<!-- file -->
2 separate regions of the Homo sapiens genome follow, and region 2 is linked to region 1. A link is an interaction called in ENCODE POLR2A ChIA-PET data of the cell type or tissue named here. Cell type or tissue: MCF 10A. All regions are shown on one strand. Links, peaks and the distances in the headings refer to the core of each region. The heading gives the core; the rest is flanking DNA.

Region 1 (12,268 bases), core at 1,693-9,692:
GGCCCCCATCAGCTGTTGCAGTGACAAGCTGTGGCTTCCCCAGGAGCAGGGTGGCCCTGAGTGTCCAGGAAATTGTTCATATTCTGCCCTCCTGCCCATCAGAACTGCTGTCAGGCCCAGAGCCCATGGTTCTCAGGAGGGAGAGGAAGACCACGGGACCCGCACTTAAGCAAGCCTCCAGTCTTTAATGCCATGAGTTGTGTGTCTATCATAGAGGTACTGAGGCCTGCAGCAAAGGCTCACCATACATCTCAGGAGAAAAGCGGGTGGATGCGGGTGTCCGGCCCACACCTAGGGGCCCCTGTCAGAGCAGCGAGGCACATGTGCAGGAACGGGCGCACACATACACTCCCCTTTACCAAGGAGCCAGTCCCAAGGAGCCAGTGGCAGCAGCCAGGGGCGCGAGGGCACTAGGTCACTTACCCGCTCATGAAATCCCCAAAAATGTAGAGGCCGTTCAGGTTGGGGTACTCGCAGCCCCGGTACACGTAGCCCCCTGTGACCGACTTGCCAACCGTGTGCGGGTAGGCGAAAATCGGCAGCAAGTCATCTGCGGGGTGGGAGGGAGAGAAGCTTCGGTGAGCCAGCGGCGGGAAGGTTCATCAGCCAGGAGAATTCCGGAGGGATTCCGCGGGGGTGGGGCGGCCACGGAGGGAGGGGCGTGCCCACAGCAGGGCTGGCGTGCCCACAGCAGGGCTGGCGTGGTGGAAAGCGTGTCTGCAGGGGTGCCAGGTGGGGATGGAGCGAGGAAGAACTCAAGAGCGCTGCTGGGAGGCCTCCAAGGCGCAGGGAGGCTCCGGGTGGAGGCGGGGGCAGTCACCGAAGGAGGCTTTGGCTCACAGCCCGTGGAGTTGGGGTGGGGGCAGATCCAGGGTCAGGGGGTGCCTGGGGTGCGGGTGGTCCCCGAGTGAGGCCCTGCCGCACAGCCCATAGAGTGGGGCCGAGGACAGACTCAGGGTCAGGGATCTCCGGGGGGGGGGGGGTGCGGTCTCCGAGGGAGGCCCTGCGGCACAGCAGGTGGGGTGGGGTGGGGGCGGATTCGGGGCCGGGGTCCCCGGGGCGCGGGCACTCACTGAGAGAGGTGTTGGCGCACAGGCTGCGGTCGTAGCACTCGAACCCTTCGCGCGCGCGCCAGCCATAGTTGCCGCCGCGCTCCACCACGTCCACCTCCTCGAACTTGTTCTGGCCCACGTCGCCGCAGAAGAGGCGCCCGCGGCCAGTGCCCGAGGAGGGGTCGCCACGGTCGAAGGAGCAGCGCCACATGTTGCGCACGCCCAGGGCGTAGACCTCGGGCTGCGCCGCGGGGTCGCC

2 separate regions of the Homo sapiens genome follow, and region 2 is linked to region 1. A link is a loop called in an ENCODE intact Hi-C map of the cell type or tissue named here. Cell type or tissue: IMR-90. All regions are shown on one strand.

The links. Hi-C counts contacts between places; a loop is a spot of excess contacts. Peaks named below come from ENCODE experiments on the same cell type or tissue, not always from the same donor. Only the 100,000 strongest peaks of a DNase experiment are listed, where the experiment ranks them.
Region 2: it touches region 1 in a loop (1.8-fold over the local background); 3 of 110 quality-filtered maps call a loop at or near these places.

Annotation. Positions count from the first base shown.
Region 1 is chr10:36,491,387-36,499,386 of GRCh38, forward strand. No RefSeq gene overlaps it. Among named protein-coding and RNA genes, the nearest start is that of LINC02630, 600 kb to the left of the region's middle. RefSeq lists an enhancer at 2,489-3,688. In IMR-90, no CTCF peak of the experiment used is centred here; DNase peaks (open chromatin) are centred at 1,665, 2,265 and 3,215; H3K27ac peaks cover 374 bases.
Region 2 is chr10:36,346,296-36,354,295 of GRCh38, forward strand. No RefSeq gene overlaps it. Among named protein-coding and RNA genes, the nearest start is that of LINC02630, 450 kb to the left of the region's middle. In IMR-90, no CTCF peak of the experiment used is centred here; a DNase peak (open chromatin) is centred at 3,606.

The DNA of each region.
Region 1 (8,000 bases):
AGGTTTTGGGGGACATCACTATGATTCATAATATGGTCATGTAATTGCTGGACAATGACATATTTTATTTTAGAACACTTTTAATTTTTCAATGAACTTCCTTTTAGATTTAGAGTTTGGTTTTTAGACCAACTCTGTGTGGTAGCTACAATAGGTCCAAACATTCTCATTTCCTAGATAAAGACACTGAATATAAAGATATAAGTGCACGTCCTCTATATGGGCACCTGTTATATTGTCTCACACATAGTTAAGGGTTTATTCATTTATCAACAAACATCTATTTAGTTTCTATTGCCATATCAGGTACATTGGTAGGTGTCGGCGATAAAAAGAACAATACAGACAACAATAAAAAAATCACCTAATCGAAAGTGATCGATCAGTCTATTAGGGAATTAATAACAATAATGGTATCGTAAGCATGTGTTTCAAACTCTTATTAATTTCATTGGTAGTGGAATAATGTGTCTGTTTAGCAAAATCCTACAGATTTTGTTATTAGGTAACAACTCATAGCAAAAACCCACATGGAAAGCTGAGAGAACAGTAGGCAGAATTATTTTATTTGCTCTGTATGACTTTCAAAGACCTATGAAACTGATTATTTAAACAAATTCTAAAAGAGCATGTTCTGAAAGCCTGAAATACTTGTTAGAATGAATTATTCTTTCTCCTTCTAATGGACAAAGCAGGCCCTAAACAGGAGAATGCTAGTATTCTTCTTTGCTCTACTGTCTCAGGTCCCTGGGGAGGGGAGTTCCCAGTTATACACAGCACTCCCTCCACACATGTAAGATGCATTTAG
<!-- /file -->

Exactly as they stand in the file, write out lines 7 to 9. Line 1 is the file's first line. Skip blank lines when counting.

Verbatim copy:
Annotation. Positions count from the first base shown.
Region 1 is chr10:36,491,387-36,499,386 of GRCh38, forward strand. No RefSeq gene overlaps it. Among named protein-coding and RNA genes, the nearest start is that of LINC02630, 600 kb to the left of the region's middle. RefSeq lists an enhancer at 2,489-3,688. In IMR-90, no CTCF peak of the experiment used is centred here; DNase peaks (open chromatin) are centred at 1,665, 2,265 and 3,215; H3K27ac peaks cover 374 bases.
Region 2 is chr10:36,346,296-36,354,295 of GRCh38, forward strand. No RefSeq gene overlaps it. Among named protein-coding and RNA genes, the nearest start is that of LINC02630, 450 kb to the left of the region's middle. In IMR-90, no CTCF peak of the experiment used is centred here; a DNase peak (open chromatin) is centred at 3,606.